Marginal Gains

Running Shoes 2014-01-09
A journey of 1,000 miles begins with a single step

I run 38 marathons a year. Not all at once, nor even one at a time. Just to the office and back, 4 miles/day, every working day. With a few weekend runs thrown in for fun, it works out at around 1,000 miles a year. OK, so what’s my lycra-suited commute on the tarmac treadmill got to do with beekeeping ?

Well, consider the miniscule quantity of nectar (around 40mg) which each honeybee forager brings back to the hive (which is then evaporated down by the bees to provide just 17mg of honey). It is estimated that a single forager will provide just half a teaspoon of honey in its lifetime, having flown over 500 miles. But it all adds up, with a productive urban hive yielding 30-5olbs of surplus every honey harvest.

So in beekeeping, as well as in personal fitness, the name of the game is: “marginal gains”. It’s not easy (the danger is that you pick the easy stuff and dodge the hard stuff – believe me, I know!) and you have to think clearly and critically about your habits and be prepared to change.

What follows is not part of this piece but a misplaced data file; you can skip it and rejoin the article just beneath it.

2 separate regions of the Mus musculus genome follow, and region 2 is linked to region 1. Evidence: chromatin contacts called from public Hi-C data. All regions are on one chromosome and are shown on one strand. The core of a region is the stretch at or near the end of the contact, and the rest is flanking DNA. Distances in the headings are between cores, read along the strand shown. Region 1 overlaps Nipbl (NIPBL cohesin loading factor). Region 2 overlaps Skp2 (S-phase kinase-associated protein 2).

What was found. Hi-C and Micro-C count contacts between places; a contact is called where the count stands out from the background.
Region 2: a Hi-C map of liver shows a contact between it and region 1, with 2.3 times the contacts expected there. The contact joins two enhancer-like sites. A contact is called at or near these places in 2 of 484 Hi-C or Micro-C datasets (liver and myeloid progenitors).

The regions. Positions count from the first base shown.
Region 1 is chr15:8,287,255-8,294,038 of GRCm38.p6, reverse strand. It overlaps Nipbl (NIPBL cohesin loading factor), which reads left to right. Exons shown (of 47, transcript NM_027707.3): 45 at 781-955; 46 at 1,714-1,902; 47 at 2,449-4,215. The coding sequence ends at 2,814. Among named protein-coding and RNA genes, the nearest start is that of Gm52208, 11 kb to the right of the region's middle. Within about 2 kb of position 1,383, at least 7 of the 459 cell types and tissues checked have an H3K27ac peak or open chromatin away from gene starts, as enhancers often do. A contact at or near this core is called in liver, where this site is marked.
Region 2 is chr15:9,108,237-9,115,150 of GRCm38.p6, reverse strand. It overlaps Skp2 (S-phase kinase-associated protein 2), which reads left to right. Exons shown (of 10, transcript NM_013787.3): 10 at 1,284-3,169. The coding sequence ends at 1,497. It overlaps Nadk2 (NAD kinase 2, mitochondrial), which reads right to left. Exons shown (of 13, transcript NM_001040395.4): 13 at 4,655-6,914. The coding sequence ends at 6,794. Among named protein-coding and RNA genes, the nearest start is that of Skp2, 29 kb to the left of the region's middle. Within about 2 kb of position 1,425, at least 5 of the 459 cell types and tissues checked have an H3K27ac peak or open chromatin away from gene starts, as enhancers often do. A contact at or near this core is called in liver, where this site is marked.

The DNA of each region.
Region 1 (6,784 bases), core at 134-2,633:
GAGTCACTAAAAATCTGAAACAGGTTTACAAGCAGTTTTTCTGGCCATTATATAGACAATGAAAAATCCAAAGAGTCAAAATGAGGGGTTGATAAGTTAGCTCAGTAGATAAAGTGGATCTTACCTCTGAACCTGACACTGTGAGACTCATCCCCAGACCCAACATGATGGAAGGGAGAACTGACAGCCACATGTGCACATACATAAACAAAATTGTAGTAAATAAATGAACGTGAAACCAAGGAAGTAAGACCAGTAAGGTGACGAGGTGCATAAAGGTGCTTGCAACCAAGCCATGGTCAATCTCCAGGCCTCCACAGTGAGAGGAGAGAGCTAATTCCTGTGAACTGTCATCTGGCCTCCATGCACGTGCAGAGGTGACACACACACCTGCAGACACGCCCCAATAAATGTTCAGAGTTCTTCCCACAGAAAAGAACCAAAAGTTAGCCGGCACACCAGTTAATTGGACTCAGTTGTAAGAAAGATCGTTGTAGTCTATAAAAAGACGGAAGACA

The concept of “marginal gains” is simple. Step forward, Dave Brailsford, the Team UK Olympic Cycling performance director who was responsible for a remakable medals haul at the London Olympics, to explain: “The whole principle came from the idea that if you broke down everything you could think of that goes into riding a bike, and then improved it by one per cent, you will get a significant increase when you put them all together.” By definition, though, “marginal gains” of 1% do not deliver dramatic outcomes immediately. Perseverance over the longer term is key to the amelioration of performance. Or honey yields.